Many talented actors and other performers may have the venue and “permission” to use their high physical and emotional intensity. But many of us can find it challenging at times to manage our intensities or excitabilities, especially when working with other people.
It is easy to point to examples of high intensity acting – just consider the recent Golden Globe Award winners Sandra Bullock and Mo’Nique, Jeff Bridges, Christoph Waltz, Meryl Streep and Robert Downey Jr.
Or consider Russell Crowe – the photo is from Robin Hood.
Jodie Foster once commented about Crowe, “He’s terribly talented and an incredibly charming guy, but I think when he gets nervous he gets incredibly serious. He’s a very light, funny guy. He has a little leprechaun side to him. He has that glacier intensity. He is truly intense.” [imdb.com news Mar. 29 2002]
Intensity on screen may take effort
Abbie Cornish portrays poet John Keats’ muse Fanny Brawne in Jane Campion’s movie “Bright Star,” and commented about acting the role: “She’s such a strong character. I always had to be switched on, no matter how tired I was or if I was hungry — it didn’t matter. It’s nice to be that focused.” [Los Angeles Times Dec. 2, 2009]
Amped up, highly sensitive, seeking inner peace
n her post Overexcitabilities and the gifted – Living With Intensity (on her raisingsmartgirls blog), author Casey notes that the editors of the book Living with Intensity: Understanding the Sensitivity, Excitability, and the Emotional Development of Gifted Children, Adolescents, and Adults, Susan Daniels and Michael M. Piechowski “remarked that J.D. Salinger looked everywhere outside himself to find that peace he was searching for relentlessly.
“He tried Kriya Yoga, Dianetics, Christian Science, and many other fads of the day to find answers. The reason he never found them was because he was looking outside himself. The answers aren’t out there, they are within us.”
Another author who sought inner calm is Mary Gaitskill. (Among other work, she is author of a short story that was the basis for the movie “Secretary.”)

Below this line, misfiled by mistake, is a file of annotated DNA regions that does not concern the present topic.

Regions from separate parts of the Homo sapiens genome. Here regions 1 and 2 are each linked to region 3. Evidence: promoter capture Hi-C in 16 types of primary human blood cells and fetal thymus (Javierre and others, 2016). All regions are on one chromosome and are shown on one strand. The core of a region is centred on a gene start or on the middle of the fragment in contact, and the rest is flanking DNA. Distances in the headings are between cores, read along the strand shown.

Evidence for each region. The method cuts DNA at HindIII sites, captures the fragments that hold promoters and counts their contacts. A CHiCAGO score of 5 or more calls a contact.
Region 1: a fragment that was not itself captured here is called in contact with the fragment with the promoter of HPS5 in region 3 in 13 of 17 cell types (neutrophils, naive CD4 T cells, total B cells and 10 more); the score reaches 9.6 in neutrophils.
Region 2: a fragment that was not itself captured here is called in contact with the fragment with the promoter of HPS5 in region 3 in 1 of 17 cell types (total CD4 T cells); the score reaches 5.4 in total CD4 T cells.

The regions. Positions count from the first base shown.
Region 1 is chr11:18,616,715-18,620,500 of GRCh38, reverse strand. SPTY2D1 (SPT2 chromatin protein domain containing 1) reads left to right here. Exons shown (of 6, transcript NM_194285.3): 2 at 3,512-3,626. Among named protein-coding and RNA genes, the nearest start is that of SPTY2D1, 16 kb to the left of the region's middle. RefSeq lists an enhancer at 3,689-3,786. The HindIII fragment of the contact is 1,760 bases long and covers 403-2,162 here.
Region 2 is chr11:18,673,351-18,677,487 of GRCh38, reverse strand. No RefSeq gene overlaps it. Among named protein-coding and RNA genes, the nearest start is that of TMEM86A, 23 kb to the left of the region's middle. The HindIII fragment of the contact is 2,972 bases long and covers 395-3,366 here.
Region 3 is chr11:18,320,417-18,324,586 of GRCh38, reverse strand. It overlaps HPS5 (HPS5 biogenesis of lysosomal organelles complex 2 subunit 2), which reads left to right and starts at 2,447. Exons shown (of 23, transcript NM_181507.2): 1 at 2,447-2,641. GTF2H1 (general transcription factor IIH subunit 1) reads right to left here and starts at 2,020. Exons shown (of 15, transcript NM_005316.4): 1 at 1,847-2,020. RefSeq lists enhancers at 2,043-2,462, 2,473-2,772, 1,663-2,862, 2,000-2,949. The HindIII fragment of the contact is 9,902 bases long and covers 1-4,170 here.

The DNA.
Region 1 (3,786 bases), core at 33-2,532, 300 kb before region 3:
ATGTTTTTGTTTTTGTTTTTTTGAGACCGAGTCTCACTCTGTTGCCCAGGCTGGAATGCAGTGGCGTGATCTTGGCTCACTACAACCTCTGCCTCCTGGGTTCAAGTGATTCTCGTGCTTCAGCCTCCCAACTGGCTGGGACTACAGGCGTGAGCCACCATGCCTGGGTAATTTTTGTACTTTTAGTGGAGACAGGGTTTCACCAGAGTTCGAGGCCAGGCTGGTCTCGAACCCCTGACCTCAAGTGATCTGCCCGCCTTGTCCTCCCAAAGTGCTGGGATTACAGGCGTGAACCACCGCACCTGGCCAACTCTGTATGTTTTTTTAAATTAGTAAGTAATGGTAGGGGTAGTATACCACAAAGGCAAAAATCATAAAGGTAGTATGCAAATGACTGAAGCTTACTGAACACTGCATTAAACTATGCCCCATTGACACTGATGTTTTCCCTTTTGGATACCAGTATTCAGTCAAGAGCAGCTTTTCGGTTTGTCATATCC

She once explained, “I wanted to live somewhere [Marin County, Calif.] that was very quiet and didn’t demand anything of me. … I don’t drive. Which is one of the reasons that I liked being in Marin, because without a car, everything had to slow down to one mile an hour.
“You wouldn’t think from my demeanor that I would require that, but I can be very amped up, even though I don’t show it. Everything was slow like silly putty. That was good for me at the time. My internal state was so chaotic that I needed to be somewhere that wasn’t going to reflect that back to me.” [The Write Stuff Interview by Alexander Laurence, 1994]
Gifted and acting out – “crazy” behavior
In a post on her blog Growing Up Gifted, Christine N. Fonseca includes a number of collective responses by gifted adults [GA] to her questions.
CF: What did the label mean to you?
GA : Nothing really. Maybe that was smarter than some of my friends – that school was a little easier.
CF: Does it mean anything to you as an adult
GA: Yeah, as I’ve come to understand more about the intensity that typically goes along with giftedness (thanks for that Christine), I am realizing that some of my somewhat crazy behavior in my teens and as an adult may actually be related to being gifted.
CF: Crazy behavior? Tell me more about that:
GA: Oh you know, things like overreacting to stress, through things around my room in high school when I was stressed out about school; feeling like the world would end when I made a mistake or got a score below 100% on something.
Even now, as an adult, I get a little freaked when my boss tries to tell me I made a mistake on something. It isn’t that I think I can’t make a mistake, it’s just that I am mortified when I do. Then I get mad at myself for my reaction – for the emotional aspects of it.
From her post: Through gifted eyes: An interview with gifted adults.
[Also see Perfectionism articles]
According to Marylou Kelly Streznewski in her book Gifted Grown Ups: The Mixed Blessings of Extraordinary Potential, as much as 20 percent of the prison population may gifted people. But that high figure is disputed.
Maybe it isn’t misbehaving
High sensitivity to ethics and moral standards and other people’s feelings are all “good” and desirable, but at some point, we may be constricting ourselves, holding back too much.